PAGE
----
Flexibility is Key

Tony Lederer, Chief Strategy Officer at The&Partnership, on creating meaningful brand connections

by India Fizer , AdForum

The&Partnership
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New York, United States
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Tony Lederer
Chief Strategy Officer The&Partnership
 

There is no one-solution-fits-all when it comes to crafting compelling content. Tony Lederer, Chief Strategy Officer at The&Partnership, walks us through the ins and outs of creating authentic experiences between brands and their audience. 


Content is the bridge between you and your audience. How do you anticipate and then integrate the right topics for your audience while maintaining a consistent brand voice? 

Great content occurs at the intersection of brand values and audience values. While any good marketer has a thorough understanding of the brand values part of the equation, matching those up to audience values to create content that resonates is trickier.

It really comes down to three essential elements. The first is having a deep understanding of the audiences you’re trying to engage. What values they have. What topics move them. What they find meaningful. The second is identifying where the synergies are between these audience values and those of your brand. And finally, creating content that threads the needle between what the audience cares about and what the brand wants to communicate.

Flexibility is key. And being willing to make short term sacrifices for the longer-term vision. For instance, holding back on pushing content out in response to some big pop cultural moment that has your audiences engaged. While it sometimes does make sense to ride these sorts of trends, it has to be in context of having a natural overlap with brand positioning. Without that intersection, you lose the consistency of voice you want to maintain for the brand over the long run. 

 

What role does branding play in content marketing?

It’s absolutely central. Branding, whether that’s colors, logos or iconography, is a key lever for attribution and storytelling across all channels.

At the same time, it needs to match the platform or environment it’s designed to live in. So what works for a traditional TV ad is going to look different than a content marketing push that’s taking place on an editorial site. The latter should maintain key brand elements but needs to be dialed back enough that it doesn’t scream advertising. Marketers and agencies need to be fluent in the norms and patterns of each platform to ensure their content appears natural and not forced.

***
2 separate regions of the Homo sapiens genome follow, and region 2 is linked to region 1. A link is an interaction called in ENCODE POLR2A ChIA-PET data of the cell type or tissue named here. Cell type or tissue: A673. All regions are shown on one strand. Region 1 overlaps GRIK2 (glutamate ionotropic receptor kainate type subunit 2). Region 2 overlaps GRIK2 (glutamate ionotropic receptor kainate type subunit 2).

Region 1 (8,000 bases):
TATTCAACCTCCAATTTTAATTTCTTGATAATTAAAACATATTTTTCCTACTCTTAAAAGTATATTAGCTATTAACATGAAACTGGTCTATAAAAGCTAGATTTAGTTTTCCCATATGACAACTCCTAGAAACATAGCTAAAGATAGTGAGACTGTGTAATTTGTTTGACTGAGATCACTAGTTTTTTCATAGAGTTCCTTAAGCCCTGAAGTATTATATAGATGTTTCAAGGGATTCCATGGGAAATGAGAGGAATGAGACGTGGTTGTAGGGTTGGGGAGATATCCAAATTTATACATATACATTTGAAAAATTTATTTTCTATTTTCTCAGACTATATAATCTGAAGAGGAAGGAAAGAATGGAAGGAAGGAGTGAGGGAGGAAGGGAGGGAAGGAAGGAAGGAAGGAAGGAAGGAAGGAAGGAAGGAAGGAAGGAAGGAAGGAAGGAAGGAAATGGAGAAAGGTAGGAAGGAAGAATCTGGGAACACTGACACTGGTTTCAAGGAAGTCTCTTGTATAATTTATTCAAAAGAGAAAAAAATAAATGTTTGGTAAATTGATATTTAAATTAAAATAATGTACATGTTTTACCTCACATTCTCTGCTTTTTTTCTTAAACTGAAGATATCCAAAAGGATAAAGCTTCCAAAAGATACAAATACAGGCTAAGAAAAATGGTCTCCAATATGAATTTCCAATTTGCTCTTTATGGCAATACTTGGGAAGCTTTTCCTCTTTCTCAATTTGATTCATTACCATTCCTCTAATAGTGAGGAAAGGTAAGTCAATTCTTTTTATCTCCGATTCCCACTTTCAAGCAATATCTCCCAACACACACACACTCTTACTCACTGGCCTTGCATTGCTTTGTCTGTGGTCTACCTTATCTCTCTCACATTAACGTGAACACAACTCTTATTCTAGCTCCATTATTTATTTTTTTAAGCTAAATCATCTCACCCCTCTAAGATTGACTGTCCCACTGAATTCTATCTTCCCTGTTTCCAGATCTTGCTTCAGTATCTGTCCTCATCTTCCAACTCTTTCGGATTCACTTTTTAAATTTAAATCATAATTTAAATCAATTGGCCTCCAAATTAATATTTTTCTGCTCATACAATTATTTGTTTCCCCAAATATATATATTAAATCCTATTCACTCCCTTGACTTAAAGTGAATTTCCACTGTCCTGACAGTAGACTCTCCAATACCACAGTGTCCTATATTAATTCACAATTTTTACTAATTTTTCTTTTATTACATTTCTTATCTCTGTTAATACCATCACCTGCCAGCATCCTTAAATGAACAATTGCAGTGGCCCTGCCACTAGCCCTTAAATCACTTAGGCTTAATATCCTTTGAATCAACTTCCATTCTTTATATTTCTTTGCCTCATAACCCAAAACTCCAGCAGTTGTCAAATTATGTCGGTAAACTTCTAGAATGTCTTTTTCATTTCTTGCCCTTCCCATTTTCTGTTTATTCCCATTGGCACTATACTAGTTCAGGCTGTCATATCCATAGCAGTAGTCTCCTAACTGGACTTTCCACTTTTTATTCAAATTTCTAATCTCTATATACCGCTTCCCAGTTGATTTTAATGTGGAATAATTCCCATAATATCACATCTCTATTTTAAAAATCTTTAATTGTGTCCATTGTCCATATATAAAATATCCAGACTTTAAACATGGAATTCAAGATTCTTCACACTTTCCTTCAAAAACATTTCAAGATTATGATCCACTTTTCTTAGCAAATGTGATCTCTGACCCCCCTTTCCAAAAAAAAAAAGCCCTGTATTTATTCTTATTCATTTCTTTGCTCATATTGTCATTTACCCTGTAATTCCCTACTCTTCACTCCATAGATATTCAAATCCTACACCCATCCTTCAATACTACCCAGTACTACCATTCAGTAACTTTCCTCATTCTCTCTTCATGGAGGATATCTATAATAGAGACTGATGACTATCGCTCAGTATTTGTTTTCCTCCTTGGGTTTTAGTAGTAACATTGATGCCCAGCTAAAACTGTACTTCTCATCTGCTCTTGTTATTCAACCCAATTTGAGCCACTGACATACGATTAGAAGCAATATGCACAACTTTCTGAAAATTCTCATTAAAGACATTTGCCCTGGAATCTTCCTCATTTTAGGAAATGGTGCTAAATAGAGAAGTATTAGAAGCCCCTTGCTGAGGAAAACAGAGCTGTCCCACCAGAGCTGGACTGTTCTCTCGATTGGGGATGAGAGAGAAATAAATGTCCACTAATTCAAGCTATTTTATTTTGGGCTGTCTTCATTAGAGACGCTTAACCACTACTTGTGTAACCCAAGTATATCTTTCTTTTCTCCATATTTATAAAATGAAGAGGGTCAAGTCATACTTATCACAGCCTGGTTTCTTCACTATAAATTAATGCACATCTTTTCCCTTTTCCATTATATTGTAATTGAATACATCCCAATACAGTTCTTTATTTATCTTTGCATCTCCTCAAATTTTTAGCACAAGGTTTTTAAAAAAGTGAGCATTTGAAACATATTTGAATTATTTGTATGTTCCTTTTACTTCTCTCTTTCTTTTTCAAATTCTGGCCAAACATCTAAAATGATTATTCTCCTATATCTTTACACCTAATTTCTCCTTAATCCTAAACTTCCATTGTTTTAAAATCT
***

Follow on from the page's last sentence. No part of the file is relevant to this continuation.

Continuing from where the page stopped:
Not everything can be advertised the same way, which can require a different approach across clients. How does content affect the way something is marketed and how do you pivot to treat this?

While the foundational principles that guide the development of compelling content remain consistent across clients and industries, what form the content takes can change depending on a variety of factors. For instance, content created for brands in heavily regulated spaces may need to be filtered through legal and regulatory approval requirements. In these instances, content marketing might be less agile, but necessarily so as to avoid legal issues.

Another factor involves the audiences a marketer is trying to reach and the channels they are trying to reach them on. For instance, content created to reach a B2B audience on LinkedIn is going to have a much different look and feel than content created for a lifestyle brand on Instagram.

Regardless of the look and feel of the content, the underlying engine remains the same. Understanding audience values and connecting them to brand values in a meaningful way.

 

Without giving away your secrets, what are some things that are integral to your internal checklist when creating content?

We need to have validated the audiences’ interest in the messaging we are creating. The content needs to feel additive to the environment it’s going to live in. And the content needs to feel what we call “unforgettably right” for the brand.

Philosophically, we always look for audiences that are going to be the source of growth for a brand, identifying shared values that will allow us to build a deeper connection. It’s equally important on the brand side to focus on what we call the source of strength – the superpower of the brand (whether they realize it or not) that will connect with the audience.

 

How do you strategize for the way audiences will want to interact with content in virtual realities, Web 3.0, and the metaverse? To what extent do you involve influencers and consumers in creating the brand narrative?

There are two filters for assessing new platforms and media. Is your audience there? And can your brand be additive to the environment.

When considering Web3 and the metaverse, we’d apply these same filters. If you’re advertising professional services and trying to reach business buyers, it’s unlikely the metaverse is the right place for that. Brands also need to be honest about how much they can contribute to the medium. A brand like Nike, for instance, is a natural fit for the NFT space as they already have a massive collector base of sneakerheads in the real world. So doing something in Web3 with collectibles is a very natural adjunct.

With this in mind, if the audience is there and your brand can contribute to the environment, the metaverse can be a ripe place for brand storytelling.